Courtesy of Aruba Tourism Authority
Photo by Shutterstock
The lunch break views in Aruba.
No visa or application is required for the new 90-day program, dubbed “One Happy Workcation.”
The Caribbean island of Aruba has a new proposal for U.S. travelers—come live and work in paradise for up to three months visa-free.
The recently launched “One Happy Workation” program is open to all U.S. nationals with a valid passport. There is no special visa or application required (though there are COVID-related travel requirements—more on that below); the only requirement is a minimum one-week stay. You can opt into a collection of hotels (including those with kitchens), villas, condos, and other accommodations on the island that have put together longer-term stay packages ranging from one week up to three months. Stays can be extended while on the island, as long as they don’t exceed 90 days. (Prior to this new program launching, Americans could only stay in Aruba for up to 30 days without a visa and were not allowed to work while there.)
In order to take advantage of the new option, all U.S. travelers have to do is scroll the options—and book.
Some of the Aruba workcation offers that caught our eye include:
This package feels more like a great vacation getaway than an extended-stay scenario, so why not consider it for either (remember vacations?). The Noord-based beachfront property is centrally located along a popular stretch of sand, and the package includes an ocean-view room, a couple’s massage at the beach, a private cooking class for two, a private yoga class on the beach, and complimentary Wi-Fi.
To book: From $370/night, marriott.com
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Located in Malmok along the island’s northwest coastline, Gold Coast is a vacation community, complete with villas, townhomes, and condos. The development is located just a few blocks from the Caribbean Sea, and stays here include free Wi-Fi, access to three community pools, tennis courts, a barbecue area, access to the clubhouse gym, a free parking space, and a 15 percent discount at Alamo Car Rental. The units also include a washer and dryer.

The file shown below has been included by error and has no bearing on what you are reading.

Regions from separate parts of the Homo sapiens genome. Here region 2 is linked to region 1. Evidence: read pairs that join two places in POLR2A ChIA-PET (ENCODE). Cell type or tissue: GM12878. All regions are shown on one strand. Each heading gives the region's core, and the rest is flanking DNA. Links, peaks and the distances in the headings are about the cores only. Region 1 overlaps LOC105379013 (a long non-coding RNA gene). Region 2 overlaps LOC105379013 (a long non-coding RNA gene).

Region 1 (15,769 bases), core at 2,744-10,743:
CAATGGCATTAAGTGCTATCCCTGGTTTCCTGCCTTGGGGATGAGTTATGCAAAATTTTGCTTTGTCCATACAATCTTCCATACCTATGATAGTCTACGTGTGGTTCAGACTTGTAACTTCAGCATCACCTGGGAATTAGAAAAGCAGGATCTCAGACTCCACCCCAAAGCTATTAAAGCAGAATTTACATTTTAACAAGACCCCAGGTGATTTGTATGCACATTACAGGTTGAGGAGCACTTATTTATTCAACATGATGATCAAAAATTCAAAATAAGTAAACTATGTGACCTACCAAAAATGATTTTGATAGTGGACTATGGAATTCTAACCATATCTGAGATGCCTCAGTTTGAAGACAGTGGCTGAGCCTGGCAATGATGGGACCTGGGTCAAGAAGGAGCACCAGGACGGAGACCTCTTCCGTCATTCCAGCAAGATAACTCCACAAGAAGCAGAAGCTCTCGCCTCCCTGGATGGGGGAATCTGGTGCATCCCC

To book: From $675/week or $2,675/month (including taxes and utilities), fordpropertyaruba.com
If you’re going to be staying awhile, you can live like a local in an island vacation rental or condo in locations throughout the island (including Eagle Beach, Noord, Oranjestad, Palm Beach, Santa Cruz, Tierra del Sol, and Westpunt). Villas come with private pools, and condos share a community pool. Aruba Happy Rentals has a range of options: one- to three-bedroom condos, two- to five-bedroom private villas. All properties have air-conditioning and complimentary Wi-Fi and include a discount at Sunset car rental. Utilities, taxes, and additional cleaning fees will be charged as extra.
To book: From $995/month, arubahappyrentals.com
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This family-friendly resort in the lower key beachfront area of Oranjestad-West includes spacious suites outfitted with full kitchens so that you can fully embrace that “workcation” life. Stays include complimentary Wi-Fi and on-site amenities such as fitness centers, spas, restaurants and bars (with takeout and delivery service), pools, beaches, tennis courts, and golf. The resort has instituted a Clean Check program with enhanced health and hygiene measures. To get the extended stay deal, the travel must occur by December 21, 2021.
To book: From $1,435/week (plus taxes and fees), divisresorts.com
If you have your heart set on making Aruba your new home away from home for the next few weeks or months, make sure to be up to date on the Dutch island’s COVID-19 travel requirements.
Aruba has two different sets of entry requirements—one for visitors from places deemed as “high-risk areas,” and one for everyone else. Visitors arriving from U.S. states that are not deemed “high-risk” have one of two options: They need a negative COVID-19 test result no more than 72 hours prior to their departing flight to Aruba, or they may get a COVID-19 test upon arrival in Aruba and quarantine until the results are ready (typically within six to eight hours, according to the government of Aruba).
Visitors arriving from U.S. states that are deemed as “high-risk areas” must do both—the test prior to departure and the second test upon arrival. Aruba has not specified how often the list will be updated, but it has asked visitors to check back regularly. Effective September 24, the U.S. states on the “high-risk” list are:
Once cleared for arrival, you can spend your extended stay in Aruba as you choose. “Working is not mandatory,” the government stated in its explainer about the program. That sounds like a valid excuse, right?
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